Latest Blog: Living At Distance #istayhomefor
How is everyone?
Are we all coping with this rude interruption in proceedings?
In our house, we are all safe and healthy. We have been enjoying the easier pace of life that Covid-19 has brought and we are fairly keeping up with schoolwork, work-work, exercise, etc and staying ahead of the boredom; so far, so good.
Obviously, things are not so good for The Fox & Bean - we've had to shut until further notice. No income so no way to pay salaries of our amazing staff, nevermind rent and so on. No classes to gather people, no events, no sales of products made by local artists or food from local suppliers. All systems frozen, no one passes GO.
In many ways, this sudden wrench to daily life feels like a personal loss and I think I've been working my way through the five stages of loss in various fits and starts.
Denial: although there has been coverage of Covid-19/Corona for several months, it was far away and lockdowns seemed to be working. But as it was spotted increasingly closer and there seemed to be no stopping it, the time came to deal with it - the doors had to be shut.
I think I moved to Depression at this point, with major financial stress, and also massive disappointment as things had been finally picking up after a long winter. But I decided I would use this time to assess the business - something good should come of this, if we could refine, refocus and reenergise; Bargaining.
Then I started hearing reports that a portion of the population didn't seem to believe how serious this is - they resented being dictated to, their freedoms being unnecessarily removed. And that's when the Fear kicked in: if so many people were refusing to distance and isolate, then that meant there was a far higher risk of anyone I met having the virus. It meant I had to assume that anyone outside our household had the virus.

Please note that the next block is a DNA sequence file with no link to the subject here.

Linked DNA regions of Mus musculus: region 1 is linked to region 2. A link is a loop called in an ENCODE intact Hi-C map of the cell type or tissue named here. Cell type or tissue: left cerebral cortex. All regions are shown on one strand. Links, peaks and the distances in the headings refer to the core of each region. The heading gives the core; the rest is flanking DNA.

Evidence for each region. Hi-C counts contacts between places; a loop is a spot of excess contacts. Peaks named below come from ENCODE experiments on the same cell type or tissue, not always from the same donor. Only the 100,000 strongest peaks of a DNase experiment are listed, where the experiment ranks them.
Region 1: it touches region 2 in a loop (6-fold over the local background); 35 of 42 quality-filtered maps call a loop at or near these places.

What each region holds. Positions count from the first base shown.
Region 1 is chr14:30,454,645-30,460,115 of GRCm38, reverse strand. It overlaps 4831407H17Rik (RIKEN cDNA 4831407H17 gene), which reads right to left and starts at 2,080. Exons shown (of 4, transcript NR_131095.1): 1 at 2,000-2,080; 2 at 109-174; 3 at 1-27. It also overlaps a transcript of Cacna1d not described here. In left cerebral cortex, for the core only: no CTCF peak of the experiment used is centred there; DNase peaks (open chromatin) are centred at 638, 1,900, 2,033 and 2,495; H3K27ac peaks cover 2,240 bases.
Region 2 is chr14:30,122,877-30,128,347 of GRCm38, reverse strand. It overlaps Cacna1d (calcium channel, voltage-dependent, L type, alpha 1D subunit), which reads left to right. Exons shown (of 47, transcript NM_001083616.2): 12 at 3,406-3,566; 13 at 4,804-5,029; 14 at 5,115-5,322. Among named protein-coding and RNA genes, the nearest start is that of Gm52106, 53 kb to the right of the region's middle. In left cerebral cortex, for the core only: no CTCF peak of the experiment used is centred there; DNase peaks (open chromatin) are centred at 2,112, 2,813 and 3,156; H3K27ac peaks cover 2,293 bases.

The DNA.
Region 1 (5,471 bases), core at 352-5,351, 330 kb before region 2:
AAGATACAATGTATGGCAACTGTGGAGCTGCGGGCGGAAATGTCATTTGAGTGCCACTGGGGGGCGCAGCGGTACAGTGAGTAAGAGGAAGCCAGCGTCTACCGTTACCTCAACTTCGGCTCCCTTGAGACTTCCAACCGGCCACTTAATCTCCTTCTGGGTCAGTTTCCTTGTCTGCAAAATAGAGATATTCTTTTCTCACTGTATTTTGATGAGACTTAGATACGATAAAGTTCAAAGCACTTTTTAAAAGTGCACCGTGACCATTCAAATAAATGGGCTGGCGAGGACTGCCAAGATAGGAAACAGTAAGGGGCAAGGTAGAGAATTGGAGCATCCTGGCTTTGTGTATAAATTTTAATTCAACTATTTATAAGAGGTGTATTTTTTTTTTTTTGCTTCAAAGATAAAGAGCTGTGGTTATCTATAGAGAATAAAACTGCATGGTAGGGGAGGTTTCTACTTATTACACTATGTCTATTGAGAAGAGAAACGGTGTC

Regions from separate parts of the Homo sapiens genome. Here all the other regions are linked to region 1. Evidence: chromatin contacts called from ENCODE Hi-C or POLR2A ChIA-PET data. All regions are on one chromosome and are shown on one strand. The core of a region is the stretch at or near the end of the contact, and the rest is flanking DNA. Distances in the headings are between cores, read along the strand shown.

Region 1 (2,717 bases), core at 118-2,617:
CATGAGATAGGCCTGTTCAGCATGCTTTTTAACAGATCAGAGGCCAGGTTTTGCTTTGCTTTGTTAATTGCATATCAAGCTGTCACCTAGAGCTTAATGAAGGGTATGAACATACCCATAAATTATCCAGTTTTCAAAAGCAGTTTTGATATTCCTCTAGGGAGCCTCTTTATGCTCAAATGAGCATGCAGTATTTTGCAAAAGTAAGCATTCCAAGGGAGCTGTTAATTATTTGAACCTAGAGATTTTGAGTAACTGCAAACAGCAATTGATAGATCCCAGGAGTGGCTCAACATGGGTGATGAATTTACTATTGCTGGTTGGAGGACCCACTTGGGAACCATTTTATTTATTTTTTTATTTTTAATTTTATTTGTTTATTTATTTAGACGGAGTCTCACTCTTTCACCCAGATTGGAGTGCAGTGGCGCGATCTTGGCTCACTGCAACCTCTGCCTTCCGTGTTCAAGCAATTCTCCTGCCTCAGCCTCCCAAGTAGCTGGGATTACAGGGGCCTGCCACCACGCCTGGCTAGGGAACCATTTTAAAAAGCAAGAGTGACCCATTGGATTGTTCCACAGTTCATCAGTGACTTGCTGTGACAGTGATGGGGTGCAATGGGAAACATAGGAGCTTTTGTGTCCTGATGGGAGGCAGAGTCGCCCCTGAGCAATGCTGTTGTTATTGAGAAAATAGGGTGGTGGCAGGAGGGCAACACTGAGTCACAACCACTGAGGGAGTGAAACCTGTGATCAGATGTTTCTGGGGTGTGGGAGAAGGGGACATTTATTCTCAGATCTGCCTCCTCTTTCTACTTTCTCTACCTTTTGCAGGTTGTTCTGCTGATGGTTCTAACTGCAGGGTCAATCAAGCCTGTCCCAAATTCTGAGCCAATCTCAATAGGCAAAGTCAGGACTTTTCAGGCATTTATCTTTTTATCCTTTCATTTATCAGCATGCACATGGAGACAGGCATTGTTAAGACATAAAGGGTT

Then Anger rocked into the party. How could people be so cavalier? So callous? Contrary to what they argued, their decisions were not their own - they affected every other person in geographic reach - how incredibly dare they??!
The Fear grew. I didn't realise just how much it grew until I had to do a grocery run yesterday. I had it all planned out: gloves, trolley coin, mental route around the shops and back home. I found my heart racing as I tried to stay away from other shoppers and it seemed the longest time until everything was dropped off and done. Once home, I realised I was in a sweat so I stopped and, suddenly, I found myself crying. Crying? Nothing bad had actually happened but I was mush.
It must have been the moment that I realised how scared I was in this alien landscape we now live in. Hyper-alert to everyone I am exposed to, ultra-vigilant of any coughs by my darling kids and husband. Without realising it, I have been a violin string becoming more taut with each screwturn of the news and each piece of advice and information popping up on my phone.
Our doctors and nurses are the front line in this war, including my brother and some very good friends. I am so scared for them, for what they will have to deal with, what they will see. I am terrified they will contract the virus and not be able to recover with viral overload from such exposure. I am scared for their families, for my parents, my in-laws, my wider family. I am scared for friends with underlying conditions, for friends with children with underlying conditions - it's all gut-wrenching.
Kevin Bacon, Hollywood legend and instigator of the 6-Degrees-of-Separation theory, is using his power for good by launching the social media campaign #istayhomefor - the idea being that you say who you are staying home to support, which makes it very real and very close, and so only those who are out working are those who absolutely have to be. Elton John, Emma Watson, all the glitterati are at it, as is pretty much all of social media, so I'll happily play along:
#istayhomefor my husband and children, my friends, the hero doctor & nurse front-liners and for all who occupy this part of the world with me.
I love humankind and I hope we will all emerge from this ordeal simplified and calmer, having learned to appreciate the good things we have, realisation of how we can improve our lives and the wisdom to know what we can and cannot control. And with a deep love for our fellow man, woman and child.
Stay at home and take care of yourselves.
My love to you all.